The 4 Traits You Need to Make a Living Writing

There’s a lot of advice out there about getting started in freelance writing, but I think most books and ebooks skip over one of the fundamental steps to success: Before quitting your job and jumping into freelance writing, a would-be writer would be wise to take an honest look at their personality and history to assess whether they have the skills to be successful.

I’m not talking about “Do you write well?” Many freelance writers string words together beautifully, but they still can’t manage to make more than a few thousand a year with their writing.

Here are some of the other talents, besides writing, that I believe you need to make a good living as a freelance writer:

• Self-discipline. If you were left alone at your house all day, would you research topics, conduct interviews, write articles and turn them in on deadline, or would you watch TV and empty the refrigerator? If you don’t have the drive to focus on your business during your business hours, you will not make a good income.

• Willing to sell yourself. Are you willing to write query letters, research markets, respond to job ads, and do in-person and on-line marketing of your business, each and every week? Successful freelancers constantly market themselves. If that makes you feel uncomfortable, it would probably be hard to make freelance writing pay well.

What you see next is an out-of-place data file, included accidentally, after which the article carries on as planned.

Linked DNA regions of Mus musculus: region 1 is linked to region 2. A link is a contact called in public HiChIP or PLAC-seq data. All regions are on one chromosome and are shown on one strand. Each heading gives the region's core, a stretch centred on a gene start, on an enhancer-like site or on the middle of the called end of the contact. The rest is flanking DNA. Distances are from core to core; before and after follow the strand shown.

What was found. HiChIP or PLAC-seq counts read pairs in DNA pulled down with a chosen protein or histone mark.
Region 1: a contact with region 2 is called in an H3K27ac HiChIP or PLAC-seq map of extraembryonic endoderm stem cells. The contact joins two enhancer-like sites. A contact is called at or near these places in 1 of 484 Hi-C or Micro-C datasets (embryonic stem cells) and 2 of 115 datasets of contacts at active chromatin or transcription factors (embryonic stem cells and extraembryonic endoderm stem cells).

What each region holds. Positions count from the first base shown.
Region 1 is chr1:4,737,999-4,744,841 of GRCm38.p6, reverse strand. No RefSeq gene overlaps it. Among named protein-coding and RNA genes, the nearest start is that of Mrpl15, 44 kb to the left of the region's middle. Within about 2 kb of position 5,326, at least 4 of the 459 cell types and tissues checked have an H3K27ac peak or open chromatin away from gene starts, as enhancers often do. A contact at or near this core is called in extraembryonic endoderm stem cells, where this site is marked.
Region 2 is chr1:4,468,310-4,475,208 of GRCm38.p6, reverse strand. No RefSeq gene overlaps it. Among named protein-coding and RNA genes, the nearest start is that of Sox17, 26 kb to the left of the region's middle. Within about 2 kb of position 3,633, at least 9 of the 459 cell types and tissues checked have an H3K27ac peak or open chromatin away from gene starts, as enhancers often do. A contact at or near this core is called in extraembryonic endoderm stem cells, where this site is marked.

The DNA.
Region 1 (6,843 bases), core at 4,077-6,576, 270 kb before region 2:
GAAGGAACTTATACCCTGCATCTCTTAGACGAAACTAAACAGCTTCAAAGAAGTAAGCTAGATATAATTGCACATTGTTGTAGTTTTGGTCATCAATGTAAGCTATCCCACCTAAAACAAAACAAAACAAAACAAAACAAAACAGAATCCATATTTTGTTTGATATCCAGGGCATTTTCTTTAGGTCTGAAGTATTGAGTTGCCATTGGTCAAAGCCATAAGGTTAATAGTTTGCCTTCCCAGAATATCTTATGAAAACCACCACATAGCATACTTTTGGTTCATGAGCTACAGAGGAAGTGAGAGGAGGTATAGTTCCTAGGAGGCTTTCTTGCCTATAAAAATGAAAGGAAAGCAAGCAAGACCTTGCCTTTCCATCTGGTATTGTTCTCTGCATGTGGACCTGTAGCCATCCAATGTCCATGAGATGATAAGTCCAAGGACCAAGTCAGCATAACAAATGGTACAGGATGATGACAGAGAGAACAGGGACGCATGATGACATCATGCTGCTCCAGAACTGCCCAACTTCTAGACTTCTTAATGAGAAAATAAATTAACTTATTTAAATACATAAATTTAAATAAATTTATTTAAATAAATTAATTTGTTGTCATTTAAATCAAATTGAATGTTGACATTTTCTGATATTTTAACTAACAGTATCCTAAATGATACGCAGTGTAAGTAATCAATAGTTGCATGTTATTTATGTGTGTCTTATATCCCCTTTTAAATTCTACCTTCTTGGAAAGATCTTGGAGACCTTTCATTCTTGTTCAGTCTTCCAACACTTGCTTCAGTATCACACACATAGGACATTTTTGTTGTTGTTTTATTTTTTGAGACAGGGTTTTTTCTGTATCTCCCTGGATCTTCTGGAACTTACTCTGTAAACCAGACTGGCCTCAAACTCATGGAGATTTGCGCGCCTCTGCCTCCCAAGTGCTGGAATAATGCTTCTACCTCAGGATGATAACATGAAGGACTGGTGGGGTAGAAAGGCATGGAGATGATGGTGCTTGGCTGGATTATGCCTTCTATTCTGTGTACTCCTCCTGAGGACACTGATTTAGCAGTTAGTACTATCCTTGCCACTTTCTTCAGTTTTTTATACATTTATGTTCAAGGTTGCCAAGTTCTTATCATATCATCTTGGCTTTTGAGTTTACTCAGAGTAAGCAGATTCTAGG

• Willing to deal with rejection. Successful freelancers constantly look for new clients and try to break in with new editors. Even when you’re fully booked, you still look for better clients so you can swap them in and drop poorer-paying ones. That’s how writers progress to where they’re earning really substantial sums. If sending a query letter and not ever getting an answer makes you need to curl up in a ball on your couch and eat a pint of Ben & Jerry’s every time, freelance writing will not make you richer – just fatter. Pros send dozens of queries and resumes a month and know that maybe one of them will pay off, and they’re fine with it. It’s just business.

• Willing to say “no.” Do you have a hard time turning work offers down, no matter how wretched the pay or conditions? If so, you would be in real trouble as a freelance writer, especially in the Web 2.0 era. There are many opportunities to write for almost nothing these days. If you have trouble setting healthy boundaries with people, especially employers, freelance writing won’t end up being lucrative for you.

So – what do you think? Are you cut out for freelance writing? Did I leave out any other important traits you need to succeed? Comment and let me know.